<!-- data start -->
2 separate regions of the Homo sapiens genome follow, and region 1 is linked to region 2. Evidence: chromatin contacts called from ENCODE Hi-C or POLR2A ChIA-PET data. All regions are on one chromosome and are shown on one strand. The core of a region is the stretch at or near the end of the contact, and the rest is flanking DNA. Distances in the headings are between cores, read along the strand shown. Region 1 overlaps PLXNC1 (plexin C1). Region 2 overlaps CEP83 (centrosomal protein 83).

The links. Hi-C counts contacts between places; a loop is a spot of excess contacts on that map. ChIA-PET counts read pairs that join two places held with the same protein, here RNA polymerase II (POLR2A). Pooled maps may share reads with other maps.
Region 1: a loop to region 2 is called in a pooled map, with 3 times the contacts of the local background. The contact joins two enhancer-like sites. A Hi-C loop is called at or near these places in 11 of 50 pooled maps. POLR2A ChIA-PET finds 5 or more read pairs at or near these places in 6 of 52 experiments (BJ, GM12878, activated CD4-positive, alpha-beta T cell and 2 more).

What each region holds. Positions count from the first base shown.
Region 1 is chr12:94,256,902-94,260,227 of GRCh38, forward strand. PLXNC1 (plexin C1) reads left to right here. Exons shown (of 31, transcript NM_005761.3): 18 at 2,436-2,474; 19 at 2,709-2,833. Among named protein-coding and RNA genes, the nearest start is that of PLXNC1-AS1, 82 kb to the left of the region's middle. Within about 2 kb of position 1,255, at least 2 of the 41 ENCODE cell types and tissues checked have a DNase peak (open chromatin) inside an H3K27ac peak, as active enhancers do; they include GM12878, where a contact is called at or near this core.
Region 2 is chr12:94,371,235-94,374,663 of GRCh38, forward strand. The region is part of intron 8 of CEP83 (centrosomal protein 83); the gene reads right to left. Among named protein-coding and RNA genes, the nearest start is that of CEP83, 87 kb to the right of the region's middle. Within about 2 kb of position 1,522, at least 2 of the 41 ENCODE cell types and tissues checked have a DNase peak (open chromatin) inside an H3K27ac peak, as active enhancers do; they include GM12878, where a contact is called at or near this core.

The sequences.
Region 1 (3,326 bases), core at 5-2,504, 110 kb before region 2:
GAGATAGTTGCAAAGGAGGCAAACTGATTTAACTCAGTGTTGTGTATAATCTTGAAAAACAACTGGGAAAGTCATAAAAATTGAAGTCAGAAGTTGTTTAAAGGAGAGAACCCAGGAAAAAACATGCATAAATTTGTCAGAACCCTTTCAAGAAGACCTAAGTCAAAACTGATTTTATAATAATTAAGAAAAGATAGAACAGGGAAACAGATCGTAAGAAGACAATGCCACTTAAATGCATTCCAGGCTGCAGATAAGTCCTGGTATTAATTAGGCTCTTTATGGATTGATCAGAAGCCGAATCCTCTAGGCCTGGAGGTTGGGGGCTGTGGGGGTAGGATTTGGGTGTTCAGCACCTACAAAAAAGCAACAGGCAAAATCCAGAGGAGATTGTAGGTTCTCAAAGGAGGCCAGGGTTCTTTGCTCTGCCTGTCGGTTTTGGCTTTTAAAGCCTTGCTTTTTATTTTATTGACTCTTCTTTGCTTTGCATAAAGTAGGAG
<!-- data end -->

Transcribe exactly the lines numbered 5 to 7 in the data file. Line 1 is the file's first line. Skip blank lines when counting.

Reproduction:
Region 1 is chr12:94,256,902-94,260,227 of GRCh38, forward strand. PLXNC1 (plexin C1) reads left to right here. Exons shown (of 31, transcript NM_005761.3): 18 at 2,436-2,474; 19 at 2,709-2,833. Among named protein-coding and RNA genes, the nearest start is that of PLXNC1-AS1, 82 kb to the left of the region's middle. Within about 2 kb of position 1,255, at least 2 of the 41 ENCODE cell types and tissues checked have a DNase peak (open chromatin) inside an H3K27ac peak, as active enhancers do; they include GM12878, where a contact is called at or near this core.
Region 2 is chr12:94,371,235-94,374,663 of GRCh38, forward strand. The region is part of intron 8 of CEP83 (centrosomal protein 83); the gene reads right to left. Among named protein-coding and RNA genes, the nearest start is that of CEP83, 87 kb to the right of the region's middle. Within about 2 kb of position 1,522, at least 2 of the 41 ENCODE cell types and tissues checked have a DNase peak (open chromatin) inside an H3K27ac peak, as active enhancers do; they include GM12878, where a contact is called at or near this core.

The sequences.